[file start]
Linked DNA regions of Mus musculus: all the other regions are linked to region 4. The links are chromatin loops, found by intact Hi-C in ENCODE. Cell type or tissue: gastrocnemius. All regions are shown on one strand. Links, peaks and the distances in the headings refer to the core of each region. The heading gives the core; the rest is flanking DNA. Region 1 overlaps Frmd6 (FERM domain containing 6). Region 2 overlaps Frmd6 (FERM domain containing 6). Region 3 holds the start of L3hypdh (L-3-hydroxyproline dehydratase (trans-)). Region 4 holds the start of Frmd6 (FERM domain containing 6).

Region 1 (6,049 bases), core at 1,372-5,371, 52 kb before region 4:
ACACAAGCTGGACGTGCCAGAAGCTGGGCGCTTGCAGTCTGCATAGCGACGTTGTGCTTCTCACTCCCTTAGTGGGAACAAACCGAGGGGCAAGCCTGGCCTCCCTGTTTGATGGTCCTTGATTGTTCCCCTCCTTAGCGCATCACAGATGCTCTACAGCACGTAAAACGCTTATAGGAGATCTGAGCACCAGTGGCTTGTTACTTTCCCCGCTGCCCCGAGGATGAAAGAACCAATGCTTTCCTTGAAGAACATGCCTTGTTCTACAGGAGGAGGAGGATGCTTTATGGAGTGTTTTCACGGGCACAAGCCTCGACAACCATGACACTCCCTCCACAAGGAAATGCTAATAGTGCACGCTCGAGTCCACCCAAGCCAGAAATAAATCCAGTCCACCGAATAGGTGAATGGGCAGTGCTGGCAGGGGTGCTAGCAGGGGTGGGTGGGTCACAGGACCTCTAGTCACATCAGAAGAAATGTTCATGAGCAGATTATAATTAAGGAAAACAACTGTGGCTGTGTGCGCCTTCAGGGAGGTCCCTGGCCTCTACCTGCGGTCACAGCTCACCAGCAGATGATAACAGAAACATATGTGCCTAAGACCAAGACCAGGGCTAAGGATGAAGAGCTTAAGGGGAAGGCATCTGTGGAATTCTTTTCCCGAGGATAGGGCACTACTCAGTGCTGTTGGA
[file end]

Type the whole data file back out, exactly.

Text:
Linked DNA regions of Mus musculus: all the other regions are linked to region 4. The links are chromatin loops, found by intact Hi-C in ENCODE. Cell type or tissue: gastrocnemius. All regions are shown on one strand. Links, peaks and the distances in the headings refer to the core of each region. The heading gives the core; the rest is flanking DNA. Region 1 overlaps Frmd6 (FERM domain containing 6). Region 2 overlaps Frmd6 (FERM domain containing 6). Region 3 holds the start of L3hypdh (L-3-hydroxyproline dehydratase (trans-)). Region 4 holds the start of Frmd6 (FERM domain containing 6).

Region 1 (6,049 bases), core at 1,372-5,371, 52 kb before region 4:
ACACAAGCTGGACGTGCCAGAAGCTGGGCGCTTGCAGTCTGCATAGCGACGTTGTGCTTCTCACTCCCTTAGTGGGAACAAACCGAGGGGCAAGCCTGGCCTCCCTGTTTGATGGTCCTTGATTGTTCCCCTCCTTAGCGCATCACAGATGCTCTACAGCACGTAAAACGCTTATAGGAGATCTGAGCACCAGTGGCTTGTTACTTTCCCCGCTGCCCCGAGGATGAAAGAACCAATGCTTTCCTTGAAGAACATGCCTTGTTCTACAGGAGGAGGAGGATGCTTTATGGAGTGTTTTCACGGGCACAAGCCTCGACAACCATGACACTCCCTCCACAAGGAAATGCTAATAGTGCACGCTCGAGTCCACCCAAGCCAGAAATAAATCCAGTCCACCGAATAGGTGAATGGGCAGTGCTGGCAGGGGTGCTAGCAGGGGTGGGTGGGTCACAGGACCTCTAGTCACATCAGAAGAAATGTTCATGAGCAGATTATAATTAAGGAAAACAACTGTGGCTGTGTGCGCCTTCAGGGAGGTCCCTGGCCTCTACCTGCGGTCACAGCTCACCAGCAGATGATAACAGAAACATATGTGCCTAAGACCAAGACCAGGGCTAAGGATGAAGAGCTTAAGGGGAAGGCATCTGTGGAATTCTTTTCCCGAGGATAGGGCACTACTCAGTGCTGTTGGA